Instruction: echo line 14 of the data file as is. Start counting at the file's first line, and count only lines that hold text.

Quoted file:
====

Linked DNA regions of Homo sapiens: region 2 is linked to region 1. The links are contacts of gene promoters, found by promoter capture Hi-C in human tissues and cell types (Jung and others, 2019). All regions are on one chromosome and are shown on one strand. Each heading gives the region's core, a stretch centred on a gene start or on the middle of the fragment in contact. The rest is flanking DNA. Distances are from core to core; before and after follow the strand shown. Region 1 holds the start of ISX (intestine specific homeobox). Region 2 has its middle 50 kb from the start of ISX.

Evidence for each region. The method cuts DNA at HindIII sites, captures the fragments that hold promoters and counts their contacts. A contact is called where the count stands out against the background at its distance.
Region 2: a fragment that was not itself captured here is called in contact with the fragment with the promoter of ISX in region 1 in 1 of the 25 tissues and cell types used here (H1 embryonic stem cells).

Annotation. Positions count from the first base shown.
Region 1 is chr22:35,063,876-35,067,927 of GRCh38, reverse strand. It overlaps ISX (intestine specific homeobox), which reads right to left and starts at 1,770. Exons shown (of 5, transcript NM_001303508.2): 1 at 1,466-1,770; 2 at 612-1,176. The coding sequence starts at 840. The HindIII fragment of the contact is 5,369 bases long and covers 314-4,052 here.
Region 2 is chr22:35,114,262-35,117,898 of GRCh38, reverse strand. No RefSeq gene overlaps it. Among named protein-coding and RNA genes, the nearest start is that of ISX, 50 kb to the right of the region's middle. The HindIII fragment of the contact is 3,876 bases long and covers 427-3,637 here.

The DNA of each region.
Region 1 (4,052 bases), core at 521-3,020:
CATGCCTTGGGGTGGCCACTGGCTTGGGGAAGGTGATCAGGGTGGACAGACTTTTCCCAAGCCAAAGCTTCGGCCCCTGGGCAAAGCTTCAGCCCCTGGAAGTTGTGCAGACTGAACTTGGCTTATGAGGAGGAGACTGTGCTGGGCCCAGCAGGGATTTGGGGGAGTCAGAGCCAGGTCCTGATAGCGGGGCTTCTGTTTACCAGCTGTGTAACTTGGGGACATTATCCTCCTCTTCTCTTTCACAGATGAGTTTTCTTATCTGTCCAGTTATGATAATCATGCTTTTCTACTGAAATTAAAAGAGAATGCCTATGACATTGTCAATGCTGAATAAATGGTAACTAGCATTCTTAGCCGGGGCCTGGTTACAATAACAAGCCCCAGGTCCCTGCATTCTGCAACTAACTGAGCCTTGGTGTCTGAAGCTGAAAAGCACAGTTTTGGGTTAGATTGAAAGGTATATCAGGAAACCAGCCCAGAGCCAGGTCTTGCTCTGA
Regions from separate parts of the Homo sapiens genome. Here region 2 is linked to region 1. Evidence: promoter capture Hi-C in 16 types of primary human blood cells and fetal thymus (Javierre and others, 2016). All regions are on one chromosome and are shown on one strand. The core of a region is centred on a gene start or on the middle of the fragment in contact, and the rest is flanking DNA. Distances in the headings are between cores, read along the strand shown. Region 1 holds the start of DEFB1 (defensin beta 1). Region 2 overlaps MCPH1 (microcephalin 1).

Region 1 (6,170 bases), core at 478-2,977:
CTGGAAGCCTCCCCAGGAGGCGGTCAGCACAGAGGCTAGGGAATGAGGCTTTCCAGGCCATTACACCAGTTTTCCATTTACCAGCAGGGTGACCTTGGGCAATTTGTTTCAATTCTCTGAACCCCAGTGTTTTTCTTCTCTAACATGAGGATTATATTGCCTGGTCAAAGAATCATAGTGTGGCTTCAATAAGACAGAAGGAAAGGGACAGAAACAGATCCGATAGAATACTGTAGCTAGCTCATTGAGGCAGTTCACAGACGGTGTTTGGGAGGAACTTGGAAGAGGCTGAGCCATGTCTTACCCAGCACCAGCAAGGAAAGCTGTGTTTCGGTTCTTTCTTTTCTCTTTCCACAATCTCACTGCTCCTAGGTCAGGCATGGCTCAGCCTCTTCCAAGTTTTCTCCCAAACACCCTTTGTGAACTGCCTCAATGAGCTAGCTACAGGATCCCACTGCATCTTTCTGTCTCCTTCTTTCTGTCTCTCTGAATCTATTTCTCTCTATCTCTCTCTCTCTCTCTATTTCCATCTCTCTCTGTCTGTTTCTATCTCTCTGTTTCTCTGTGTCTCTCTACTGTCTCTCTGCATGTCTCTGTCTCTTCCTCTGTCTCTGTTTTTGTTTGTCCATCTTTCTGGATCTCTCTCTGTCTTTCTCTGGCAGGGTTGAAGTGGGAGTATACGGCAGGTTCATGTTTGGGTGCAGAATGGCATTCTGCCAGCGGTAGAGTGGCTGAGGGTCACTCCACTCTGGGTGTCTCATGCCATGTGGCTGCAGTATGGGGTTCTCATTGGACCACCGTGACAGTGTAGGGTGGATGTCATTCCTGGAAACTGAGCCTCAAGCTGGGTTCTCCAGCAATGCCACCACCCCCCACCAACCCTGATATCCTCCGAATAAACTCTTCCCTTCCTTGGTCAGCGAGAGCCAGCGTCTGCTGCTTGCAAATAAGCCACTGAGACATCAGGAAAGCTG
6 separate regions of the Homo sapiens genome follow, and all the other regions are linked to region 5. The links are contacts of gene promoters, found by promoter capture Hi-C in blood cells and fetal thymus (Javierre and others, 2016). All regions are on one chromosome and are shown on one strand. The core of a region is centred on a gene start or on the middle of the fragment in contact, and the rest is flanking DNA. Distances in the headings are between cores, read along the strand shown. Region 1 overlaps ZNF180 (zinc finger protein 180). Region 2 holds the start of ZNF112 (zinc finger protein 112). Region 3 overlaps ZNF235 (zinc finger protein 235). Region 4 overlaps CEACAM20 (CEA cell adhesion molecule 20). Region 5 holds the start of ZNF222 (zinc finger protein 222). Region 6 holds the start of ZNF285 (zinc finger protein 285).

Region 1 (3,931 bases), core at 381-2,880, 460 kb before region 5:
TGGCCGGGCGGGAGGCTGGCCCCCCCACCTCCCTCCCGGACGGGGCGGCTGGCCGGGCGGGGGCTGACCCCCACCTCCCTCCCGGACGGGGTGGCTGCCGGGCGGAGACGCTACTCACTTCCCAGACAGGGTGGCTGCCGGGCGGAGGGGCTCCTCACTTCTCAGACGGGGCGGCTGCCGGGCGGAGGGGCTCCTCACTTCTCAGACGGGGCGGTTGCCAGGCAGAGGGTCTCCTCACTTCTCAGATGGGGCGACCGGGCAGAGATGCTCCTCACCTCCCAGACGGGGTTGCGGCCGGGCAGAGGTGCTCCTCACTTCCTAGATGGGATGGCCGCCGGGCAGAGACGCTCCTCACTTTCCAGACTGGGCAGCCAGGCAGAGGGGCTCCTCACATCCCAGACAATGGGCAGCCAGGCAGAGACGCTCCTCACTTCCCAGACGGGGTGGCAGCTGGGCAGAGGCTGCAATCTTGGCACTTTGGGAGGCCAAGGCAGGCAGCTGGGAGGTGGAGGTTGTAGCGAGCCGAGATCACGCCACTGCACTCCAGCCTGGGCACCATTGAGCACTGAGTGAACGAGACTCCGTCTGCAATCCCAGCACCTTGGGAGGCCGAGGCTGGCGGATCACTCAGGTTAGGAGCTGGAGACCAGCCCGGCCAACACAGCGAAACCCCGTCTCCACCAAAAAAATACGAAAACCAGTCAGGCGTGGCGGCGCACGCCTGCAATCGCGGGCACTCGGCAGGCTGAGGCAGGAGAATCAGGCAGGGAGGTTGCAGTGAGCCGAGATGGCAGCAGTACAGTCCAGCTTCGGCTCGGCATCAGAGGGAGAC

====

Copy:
Region 1 (3,931 bases), core at 381-2,880, 460 kb before region 5: